Sometimes Spanish-speaking parents grow concerned when the children seem to prefer English over Spanish. 

“It’s a conflict and constant struggle to make them speak Spanish, because they understand just about everything,” Luis said. “That’s what we do at home: We speak Spanish 90 percent of the time.  So, getting them to speak Spanish is the most difficult thing.”

“I know two languages,” Camila tells a visitor.

Her parents want her to understand why that is important.

“One thing the kids need to understand [is] that to be bilingual is a very good advantage for them in the future, Claudia said. 

Spanish-speaking parents in the Unites States know that learning and understanding English is not a problem for children as they grow up here, but it is harder for them to keep their Spanish.

“It’s a struggle that we have every day, because they tend to speak in English at home,” Claudia said.  “So when they speak Spanish they don’t speak very well.”

Claudia said the couple wants the children to speak English, which is an advantage when they are growing up. But she does not want them to forget their first language.

“I see, not only in our family, but in a lot of other families we know, that the kids lost the language,” she said.  “Spanish is not a second language for them, they can understand, but they can’t speak it.”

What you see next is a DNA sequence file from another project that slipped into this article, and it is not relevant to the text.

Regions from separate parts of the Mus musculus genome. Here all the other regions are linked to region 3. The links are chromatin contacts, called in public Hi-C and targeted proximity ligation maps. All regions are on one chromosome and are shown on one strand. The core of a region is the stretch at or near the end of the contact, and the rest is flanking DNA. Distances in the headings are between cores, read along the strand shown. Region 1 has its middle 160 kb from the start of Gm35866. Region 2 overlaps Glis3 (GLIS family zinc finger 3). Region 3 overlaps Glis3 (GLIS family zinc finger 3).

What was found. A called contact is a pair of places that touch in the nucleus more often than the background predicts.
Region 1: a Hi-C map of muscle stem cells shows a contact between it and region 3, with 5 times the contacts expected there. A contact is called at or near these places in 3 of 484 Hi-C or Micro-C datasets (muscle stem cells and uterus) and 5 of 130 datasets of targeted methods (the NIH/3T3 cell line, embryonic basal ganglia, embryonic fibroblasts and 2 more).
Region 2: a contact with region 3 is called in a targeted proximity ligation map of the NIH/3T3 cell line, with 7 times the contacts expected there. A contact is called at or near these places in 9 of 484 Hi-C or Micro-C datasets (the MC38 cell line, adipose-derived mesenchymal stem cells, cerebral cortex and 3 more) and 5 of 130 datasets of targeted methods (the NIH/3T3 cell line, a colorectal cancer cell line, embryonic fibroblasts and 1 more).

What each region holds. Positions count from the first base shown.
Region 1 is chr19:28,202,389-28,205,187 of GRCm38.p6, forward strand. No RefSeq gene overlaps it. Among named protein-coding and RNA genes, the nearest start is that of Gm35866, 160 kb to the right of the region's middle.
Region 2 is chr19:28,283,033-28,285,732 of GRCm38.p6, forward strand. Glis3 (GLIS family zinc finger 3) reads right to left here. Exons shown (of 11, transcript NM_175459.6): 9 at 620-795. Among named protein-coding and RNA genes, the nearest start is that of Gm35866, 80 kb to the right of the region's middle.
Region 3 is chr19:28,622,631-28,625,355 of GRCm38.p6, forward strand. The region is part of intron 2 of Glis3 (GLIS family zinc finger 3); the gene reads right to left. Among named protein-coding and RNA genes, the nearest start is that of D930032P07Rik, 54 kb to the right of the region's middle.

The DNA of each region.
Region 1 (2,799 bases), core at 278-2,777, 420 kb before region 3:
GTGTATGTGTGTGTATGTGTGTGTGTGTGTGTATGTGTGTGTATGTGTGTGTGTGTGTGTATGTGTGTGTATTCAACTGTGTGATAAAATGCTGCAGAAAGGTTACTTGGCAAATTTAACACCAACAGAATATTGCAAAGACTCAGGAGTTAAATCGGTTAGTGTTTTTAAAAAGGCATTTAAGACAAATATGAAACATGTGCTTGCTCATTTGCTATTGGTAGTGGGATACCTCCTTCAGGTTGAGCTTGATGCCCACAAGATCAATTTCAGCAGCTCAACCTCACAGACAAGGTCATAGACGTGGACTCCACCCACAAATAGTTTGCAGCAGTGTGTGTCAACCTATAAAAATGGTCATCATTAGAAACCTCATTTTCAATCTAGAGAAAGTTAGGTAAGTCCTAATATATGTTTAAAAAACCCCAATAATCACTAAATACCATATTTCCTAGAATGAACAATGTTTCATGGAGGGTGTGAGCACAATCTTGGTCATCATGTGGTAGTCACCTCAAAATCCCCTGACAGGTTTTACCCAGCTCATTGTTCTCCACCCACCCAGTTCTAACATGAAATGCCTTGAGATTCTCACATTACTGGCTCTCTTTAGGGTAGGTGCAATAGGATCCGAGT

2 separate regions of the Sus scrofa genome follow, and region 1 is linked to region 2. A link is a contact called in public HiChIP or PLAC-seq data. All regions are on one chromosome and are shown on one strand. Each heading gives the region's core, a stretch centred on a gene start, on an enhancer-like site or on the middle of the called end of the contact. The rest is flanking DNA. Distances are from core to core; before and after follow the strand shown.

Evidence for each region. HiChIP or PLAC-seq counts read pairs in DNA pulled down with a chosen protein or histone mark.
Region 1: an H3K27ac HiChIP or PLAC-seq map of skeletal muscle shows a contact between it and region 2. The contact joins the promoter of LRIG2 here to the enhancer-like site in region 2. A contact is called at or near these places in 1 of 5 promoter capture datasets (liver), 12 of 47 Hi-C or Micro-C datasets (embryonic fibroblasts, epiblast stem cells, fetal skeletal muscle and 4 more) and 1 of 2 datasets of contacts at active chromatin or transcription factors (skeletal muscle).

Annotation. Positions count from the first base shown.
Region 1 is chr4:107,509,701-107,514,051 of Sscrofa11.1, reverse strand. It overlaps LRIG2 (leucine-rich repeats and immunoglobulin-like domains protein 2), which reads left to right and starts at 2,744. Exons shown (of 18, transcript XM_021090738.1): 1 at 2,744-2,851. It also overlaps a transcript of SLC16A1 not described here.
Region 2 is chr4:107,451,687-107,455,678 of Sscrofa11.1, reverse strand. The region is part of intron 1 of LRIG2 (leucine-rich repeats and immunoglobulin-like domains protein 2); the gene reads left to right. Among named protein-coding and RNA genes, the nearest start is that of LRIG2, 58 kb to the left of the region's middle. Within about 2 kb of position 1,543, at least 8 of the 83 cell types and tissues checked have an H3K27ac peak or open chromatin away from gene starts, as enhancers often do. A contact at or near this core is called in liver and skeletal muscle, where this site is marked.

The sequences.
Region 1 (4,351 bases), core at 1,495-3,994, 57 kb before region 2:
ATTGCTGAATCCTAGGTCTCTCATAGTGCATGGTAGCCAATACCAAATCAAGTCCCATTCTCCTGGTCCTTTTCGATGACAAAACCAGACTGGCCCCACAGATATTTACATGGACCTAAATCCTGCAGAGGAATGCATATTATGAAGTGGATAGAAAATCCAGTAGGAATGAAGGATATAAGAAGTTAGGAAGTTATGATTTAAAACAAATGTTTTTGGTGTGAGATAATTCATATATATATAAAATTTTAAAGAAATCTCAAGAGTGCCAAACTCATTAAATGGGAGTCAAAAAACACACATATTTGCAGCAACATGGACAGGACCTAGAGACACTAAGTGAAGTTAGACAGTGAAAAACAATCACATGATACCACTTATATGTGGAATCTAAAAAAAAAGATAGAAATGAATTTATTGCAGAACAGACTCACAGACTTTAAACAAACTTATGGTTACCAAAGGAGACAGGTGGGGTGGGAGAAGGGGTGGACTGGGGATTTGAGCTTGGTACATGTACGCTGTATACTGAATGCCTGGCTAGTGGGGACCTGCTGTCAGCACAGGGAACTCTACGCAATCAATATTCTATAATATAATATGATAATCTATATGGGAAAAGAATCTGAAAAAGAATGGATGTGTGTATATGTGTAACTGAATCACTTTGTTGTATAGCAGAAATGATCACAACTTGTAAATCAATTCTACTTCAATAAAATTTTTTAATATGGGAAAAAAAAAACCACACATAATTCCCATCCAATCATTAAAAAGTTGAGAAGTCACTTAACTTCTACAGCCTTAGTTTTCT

Even if children understand how important it is to speak both languages, it is hard for them to do. 

“When the children speak English, the parent speaks to the children in English, instead of in Spanish,” Natalia said.  “So the parents accommodate for their children’s preference, which is easier.”

To help their younger children retain their Spanish, Luis and Claudia do two things that their children enjoy.

“We do Spanish classes with mom, and it’s just us because we don’t know as much Spanish as they do, but we know more than kids do here,” Pablo said. 

“We read, answer questions and we write in Spanish.  Every two weeks we read a book in Spanish and then we do a one-page report about it.”